About William Robinson

William Robinson (1838–1935) was a famous gardener and highly successful author who challenged many of the commonplace gardening traditions of his time, and whose ideas for gardens attracted widespread interest in Victorian England because they were in tune with an increasing taste for simplicity as epitomised by the British Arts and Crafts movement. William Robinson is renowned for his ‘wild’ and ‘natural’ gardening, and a resurgence of interest in the English Cottage garden.  His preference for natural planting design translated to any space, large or small, and his ideas and expertise still influence gardeners and landscape designers today. Robinson was ahead of his time. He possessed a forward-thinking approach to ecology and sustainability, and was passionate about the protection of public parks and wildernesses and of the importance of green spaces for our health and wellbeing, as well as the importance of having trees in the landscape. He is credited with the introduction of the mixed herbaceous border, and the planting of large drifts of native hardy perennial plants both in and beyond the borders of the garden.

In 1884, Robinson, using the proceeds of his successful writing career, purchased an Elizabethan manor house, Gravetye Manor, near East Grinstead in Sussex, along with surrounding pasture and woodland which he gradually added to. Robinson completely redesigned the existing garden in his signature style and began work on the surrounding estate. Much of the estate was coppiced woodland giving Robinson the opportunity to experiment on a vast scale with planting on the edges, and in cleared spaces, in the woods. Planting in meadows, woodland, and in and around water is taken for granted today, but was revolutionary in Robinson’s time, as was his interest in plants’ habit of growth and their cultural requirements.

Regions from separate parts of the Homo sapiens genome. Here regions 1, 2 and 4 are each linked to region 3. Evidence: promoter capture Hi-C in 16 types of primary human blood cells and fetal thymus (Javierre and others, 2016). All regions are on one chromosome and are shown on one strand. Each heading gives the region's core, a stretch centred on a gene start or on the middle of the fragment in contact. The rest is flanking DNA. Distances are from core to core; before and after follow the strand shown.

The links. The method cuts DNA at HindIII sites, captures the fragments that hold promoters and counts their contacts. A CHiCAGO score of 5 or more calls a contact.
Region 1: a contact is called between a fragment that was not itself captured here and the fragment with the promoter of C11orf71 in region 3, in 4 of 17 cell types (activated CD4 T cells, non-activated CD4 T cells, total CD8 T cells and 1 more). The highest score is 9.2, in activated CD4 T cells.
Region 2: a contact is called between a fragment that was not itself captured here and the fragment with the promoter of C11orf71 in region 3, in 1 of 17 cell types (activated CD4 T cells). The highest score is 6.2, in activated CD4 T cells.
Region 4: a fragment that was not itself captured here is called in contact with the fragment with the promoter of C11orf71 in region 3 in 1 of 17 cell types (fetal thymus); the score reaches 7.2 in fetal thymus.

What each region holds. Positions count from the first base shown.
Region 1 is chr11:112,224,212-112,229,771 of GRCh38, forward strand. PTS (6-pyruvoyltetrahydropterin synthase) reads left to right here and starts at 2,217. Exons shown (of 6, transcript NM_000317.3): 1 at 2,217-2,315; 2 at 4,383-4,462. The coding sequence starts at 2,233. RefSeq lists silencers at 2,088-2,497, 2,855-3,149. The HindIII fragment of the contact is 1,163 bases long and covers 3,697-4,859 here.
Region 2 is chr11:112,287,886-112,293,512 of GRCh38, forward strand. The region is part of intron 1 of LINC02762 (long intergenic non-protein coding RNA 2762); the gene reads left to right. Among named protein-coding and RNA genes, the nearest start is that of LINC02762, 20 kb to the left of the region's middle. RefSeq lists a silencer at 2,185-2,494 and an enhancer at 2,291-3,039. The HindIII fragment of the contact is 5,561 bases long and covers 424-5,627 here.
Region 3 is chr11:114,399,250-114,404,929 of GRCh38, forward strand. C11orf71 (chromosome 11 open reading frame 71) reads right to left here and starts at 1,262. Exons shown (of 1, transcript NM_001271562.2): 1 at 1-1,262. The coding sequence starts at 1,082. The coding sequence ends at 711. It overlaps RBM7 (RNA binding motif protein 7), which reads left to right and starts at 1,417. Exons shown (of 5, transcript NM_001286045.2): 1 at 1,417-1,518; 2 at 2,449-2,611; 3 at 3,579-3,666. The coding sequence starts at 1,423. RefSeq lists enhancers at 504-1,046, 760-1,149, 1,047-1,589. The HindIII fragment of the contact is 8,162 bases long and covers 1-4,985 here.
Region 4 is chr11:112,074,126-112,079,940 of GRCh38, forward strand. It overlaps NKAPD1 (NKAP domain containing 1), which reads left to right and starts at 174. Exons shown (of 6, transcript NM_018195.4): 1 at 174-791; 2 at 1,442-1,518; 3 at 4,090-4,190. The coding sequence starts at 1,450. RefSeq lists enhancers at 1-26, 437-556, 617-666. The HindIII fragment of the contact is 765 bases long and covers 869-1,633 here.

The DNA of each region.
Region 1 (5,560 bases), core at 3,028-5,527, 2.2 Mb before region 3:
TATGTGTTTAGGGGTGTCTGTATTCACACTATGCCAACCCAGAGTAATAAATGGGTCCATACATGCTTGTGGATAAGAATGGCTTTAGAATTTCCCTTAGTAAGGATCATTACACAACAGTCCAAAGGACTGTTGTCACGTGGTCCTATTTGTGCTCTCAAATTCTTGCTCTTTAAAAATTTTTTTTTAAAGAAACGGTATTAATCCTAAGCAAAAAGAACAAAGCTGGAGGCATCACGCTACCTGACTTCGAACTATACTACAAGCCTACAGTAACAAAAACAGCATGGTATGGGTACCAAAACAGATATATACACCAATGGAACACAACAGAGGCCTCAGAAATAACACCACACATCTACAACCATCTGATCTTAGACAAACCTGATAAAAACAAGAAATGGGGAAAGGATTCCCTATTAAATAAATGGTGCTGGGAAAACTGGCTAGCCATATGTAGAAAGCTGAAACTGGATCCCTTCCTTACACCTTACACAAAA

The woodland surrounding Gravetye Manor contained both broadleaf woodlands and conifer forest, and included Shagswell Wood, Giffard’s Wood, Hastings Wood, and Bushy Wood. During his time at Gravetye Manor Robinson added hundreds of trees to these surrounding woods, creating diverse woodland habitats, with both non-native conifers as well as native trees and he added many species, including some native to North America, India and China, given by friends or purchased by him, or imported from around the world. Warren’s Wood, to the north-east of the manor house, was established by 1841 but was planted with pines by Robinson in 1890 and to the north-west in 1892, on a former open field, he created Pine Wood, followed by Cedar Grove in 1904.

In the spirit of experimentation he moved on to using any plant that could be naturalised, including half-hardy perennials and natives from other parts of the world, and often started hedges and trees from seed – with mixed success. In areas of coppiced hazels and chestnuts Robinson records  planting Japanese anemone, lilies, acanthus, and pampas grass, along with carpets of bluebells, cyclamen. He also planted 100,000 small Iberian narcissi around the lakes which lie just below the main house, and introduced ornamental trees and shrubs such as Fothergilla, Stewartia, and Nyssa into the woods. He formed a lifelong friendship with Gertrude Jekyll who shared many of his design principles, and from 1910 Ernest Markham was employed as his head gardener.

In February 2010, the lease of the Grade 1* house and Grade 2* iconic garden was purchased by Saphos Hotels owned by Jeremy and Elizabeth Hosking. Gravetye Manor is now a Michelin starred country house hotel and restaurant. Tom Coward, who had worked alongside Fergus Garrett at Great Dixter, is head gardener, and he has focussed on presenting the gardens in a way Robinson would have enjoyed, ensuring colour in the flower beds from late March until the end of October, and undertaking restoration projects which pay homage to Robinson’s experimental style.